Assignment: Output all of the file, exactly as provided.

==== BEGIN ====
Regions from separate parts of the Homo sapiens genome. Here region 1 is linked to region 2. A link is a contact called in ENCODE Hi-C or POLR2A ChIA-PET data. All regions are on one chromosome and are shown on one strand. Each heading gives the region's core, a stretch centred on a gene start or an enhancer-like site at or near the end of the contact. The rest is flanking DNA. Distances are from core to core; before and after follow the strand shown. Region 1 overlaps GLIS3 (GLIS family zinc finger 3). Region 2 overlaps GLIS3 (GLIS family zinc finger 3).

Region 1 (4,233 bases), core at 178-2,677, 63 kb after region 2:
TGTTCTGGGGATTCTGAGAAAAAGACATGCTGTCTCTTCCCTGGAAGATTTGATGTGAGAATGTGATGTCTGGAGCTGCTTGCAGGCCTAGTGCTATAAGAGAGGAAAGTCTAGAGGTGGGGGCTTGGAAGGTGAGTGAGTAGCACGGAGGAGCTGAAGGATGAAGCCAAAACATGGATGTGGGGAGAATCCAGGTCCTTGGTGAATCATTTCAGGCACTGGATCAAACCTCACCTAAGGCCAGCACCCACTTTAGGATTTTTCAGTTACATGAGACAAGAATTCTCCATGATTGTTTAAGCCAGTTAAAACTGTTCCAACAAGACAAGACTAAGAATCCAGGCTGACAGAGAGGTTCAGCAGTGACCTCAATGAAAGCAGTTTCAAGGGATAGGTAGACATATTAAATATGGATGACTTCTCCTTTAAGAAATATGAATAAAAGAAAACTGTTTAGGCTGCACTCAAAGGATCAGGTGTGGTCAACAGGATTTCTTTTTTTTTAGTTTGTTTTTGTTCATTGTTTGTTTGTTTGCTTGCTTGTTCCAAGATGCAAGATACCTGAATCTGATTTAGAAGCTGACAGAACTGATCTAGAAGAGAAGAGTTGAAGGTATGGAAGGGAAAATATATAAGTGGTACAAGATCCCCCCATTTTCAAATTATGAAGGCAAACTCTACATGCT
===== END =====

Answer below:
Regions from separate parts of the Homo sapiens genome. Here region 1 is linked to region 2. A link is a contact called in ENCODE Hi-C or POLR2A ChIA-PET data. All regions are on one chromosome and are shown on one strand. Each heading gives the region's core, a stretch centred on a gene start or an enhancer-like site at or near the end of the contact. The rest is flanking DNA. Distances are from core to core; before and after follow the strand shown. Region 1 overlaps GLIS3 (GLIS family zinc finger 3). Region 2 overlaps GLIS3 (GLIS family zinc finger 3).

Region 1 (4,233 bases), core at 178-2,677, 63 kb after region 2:
TGTTCTGGGGATTCTGAGAAAAAGACATGCTGTCTCTTCCCTGGAAGATTTGATGTGAGAATGTGATGTCTGGAGCTGCTTGCAGGCCTAGTGCTATAAGAGAGGAAAGTCTAGAGGTGGGGGCTTGGAAGGTGAGTGAGTAGCACGGAGGAGCTGAAGGATGAAGCCAAAACATGGATGTGGGGAGAATCCAGGTCCTTGGTGAATCATTTCAGGCACTGGATCAAACCTCACCTAAGGCCAGCACCCACTTTAGGATTTTTCAGTTACATGAGACAAGAATTCTCCATGATTGTTTAAGCCAGTTAAAACTGTTCCAACAAGACAAGACTAAGAATCCAGGCTGACAGAGAGGTTCAGCAGTGACCTCAATGAAAGCAGTTTCAAGGGATAGGTAGACATATTAAATATGGATGACTTCTCCTTTAAGAAATATGAATAAAAGAAAACTGTTTAGGCTGCACTCAAAGGATCAGGTGTGGTCAACAGGATTTCTTTTTTTTTAGTTTGTTTTTGTTCATTGTTTGTTTGTTTGCTTGCTTGTTCCAAGATGCAAGATACCTGAATCTGATTTAGAAGCTGACAGAACTGATCTAGAAGAGAAGAGTTGAAGGTATGGAAGGGAAAATATATAAGTGGTACAAGATCCCCCCATTTTCAAATTATGAAGGCAAACTCTACATGCT